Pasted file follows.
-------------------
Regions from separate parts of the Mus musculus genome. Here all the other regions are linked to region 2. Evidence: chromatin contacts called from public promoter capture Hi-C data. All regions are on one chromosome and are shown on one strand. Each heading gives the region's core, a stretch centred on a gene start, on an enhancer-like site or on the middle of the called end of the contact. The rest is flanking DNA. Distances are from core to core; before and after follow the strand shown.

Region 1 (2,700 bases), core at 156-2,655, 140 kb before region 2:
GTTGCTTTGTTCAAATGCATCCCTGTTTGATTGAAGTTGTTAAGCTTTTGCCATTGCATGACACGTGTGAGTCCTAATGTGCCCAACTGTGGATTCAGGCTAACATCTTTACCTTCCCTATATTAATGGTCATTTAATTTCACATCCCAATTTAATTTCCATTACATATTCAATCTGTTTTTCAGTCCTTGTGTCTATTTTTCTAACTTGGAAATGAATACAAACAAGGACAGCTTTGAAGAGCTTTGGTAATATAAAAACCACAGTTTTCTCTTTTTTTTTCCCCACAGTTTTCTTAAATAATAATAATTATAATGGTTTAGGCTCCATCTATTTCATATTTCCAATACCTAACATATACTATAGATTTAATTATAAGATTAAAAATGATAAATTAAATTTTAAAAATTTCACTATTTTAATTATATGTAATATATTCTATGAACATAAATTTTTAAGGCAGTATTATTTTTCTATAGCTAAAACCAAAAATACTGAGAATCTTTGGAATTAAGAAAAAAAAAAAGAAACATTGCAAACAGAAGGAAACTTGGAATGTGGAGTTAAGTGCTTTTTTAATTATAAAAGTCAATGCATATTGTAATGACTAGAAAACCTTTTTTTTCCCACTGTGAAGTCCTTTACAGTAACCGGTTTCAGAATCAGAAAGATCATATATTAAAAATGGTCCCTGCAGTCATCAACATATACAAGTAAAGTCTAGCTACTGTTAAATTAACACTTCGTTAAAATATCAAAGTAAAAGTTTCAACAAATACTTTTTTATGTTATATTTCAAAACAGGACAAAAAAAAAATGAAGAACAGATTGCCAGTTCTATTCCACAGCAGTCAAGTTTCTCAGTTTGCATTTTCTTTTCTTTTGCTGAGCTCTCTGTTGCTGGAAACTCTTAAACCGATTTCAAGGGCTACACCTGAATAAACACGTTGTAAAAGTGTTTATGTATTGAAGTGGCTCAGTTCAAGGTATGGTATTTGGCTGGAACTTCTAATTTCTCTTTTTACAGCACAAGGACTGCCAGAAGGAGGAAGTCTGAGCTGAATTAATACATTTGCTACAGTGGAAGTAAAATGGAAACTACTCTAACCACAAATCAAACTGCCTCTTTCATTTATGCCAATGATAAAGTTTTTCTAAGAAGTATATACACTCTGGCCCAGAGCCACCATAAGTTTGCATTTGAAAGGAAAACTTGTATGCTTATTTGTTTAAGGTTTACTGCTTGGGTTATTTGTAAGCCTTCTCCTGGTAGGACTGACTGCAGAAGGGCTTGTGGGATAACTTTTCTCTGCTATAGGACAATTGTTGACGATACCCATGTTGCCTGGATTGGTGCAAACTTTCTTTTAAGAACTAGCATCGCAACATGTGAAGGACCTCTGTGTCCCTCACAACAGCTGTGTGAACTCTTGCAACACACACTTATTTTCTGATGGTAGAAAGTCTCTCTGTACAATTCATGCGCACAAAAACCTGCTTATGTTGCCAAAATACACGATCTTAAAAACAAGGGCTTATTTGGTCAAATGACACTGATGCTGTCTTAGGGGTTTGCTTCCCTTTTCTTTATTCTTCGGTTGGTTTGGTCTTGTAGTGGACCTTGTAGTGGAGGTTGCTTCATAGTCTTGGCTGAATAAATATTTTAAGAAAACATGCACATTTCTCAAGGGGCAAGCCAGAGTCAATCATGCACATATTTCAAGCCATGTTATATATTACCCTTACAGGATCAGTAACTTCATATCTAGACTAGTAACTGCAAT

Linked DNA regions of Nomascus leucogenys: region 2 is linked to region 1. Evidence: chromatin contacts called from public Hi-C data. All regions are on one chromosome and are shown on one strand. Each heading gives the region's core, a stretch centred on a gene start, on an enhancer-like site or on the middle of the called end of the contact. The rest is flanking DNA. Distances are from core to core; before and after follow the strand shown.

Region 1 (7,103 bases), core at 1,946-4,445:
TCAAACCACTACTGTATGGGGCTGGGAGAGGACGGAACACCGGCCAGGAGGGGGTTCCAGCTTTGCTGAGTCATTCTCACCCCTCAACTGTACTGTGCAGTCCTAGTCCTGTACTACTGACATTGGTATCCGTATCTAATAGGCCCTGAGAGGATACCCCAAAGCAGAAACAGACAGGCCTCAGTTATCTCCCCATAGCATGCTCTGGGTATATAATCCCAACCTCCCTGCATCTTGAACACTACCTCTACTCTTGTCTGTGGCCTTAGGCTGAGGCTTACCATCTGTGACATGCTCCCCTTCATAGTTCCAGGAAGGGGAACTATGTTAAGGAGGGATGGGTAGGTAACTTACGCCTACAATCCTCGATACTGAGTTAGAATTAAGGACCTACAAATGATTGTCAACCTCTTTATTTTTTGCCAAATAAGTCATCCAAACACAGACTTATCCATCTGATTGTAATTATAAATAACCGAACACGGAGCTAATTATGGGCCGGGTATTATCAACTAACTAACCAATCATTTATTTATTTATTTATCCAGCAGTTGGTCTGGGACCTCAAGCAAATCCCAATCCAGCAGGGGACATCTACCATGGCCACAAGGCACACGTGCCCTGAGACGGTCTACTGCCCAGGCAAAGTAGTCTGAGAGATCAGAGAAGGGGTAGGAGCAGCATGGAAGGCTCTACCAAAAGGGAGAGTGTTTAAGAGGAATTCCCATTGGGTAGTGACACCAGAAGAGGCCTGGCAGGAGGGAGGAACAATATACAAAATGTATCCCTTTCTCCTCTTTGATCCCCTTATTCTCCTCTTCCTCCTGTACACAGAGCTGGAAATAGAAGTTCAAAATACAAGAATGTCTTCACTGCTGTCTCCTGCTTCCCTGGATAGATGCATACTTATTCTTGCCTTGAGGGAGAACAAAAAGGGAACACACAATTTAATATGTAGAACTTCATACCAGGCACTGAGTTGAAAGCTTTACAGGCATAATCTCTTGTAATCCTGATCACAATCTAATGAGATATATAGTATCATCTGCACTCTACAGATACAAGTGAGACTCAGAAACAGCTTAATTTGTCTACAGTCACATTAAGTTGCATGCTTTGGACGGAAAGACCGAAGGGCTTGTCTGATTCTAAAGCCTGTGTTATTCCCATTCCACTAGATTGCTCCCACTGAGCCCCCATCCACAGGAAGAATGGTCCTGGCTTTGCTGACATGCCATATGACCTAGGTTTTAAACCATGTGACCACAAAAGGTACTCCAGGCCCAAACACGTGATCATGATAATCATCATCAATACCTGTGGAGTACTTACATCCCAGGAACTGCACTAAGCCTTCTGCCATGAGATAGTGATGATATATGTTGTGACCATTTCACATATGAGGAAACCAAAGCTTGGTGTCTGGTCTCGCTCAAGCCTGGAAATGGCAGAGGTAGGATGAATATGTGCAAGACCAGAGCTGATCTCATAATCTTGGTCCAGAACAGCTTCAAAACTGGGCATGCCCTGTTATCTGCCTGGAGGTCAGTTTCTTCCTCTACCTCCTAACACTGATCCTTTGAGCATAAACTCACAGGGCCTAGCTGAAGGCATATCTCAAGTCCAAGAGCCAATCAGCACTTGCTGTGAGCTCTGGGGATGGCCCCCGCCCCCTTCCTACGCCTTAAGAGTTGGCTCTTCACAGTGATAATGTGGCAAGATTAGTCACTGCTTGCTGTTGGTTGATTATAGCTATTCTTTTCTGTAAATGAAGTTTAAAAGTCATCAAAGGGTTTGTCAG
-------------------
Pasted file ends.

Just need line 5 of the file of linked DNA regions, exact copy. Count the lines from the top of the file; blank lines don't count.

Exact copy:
Region 1 (7,103 bases), core at 1,946-4,445: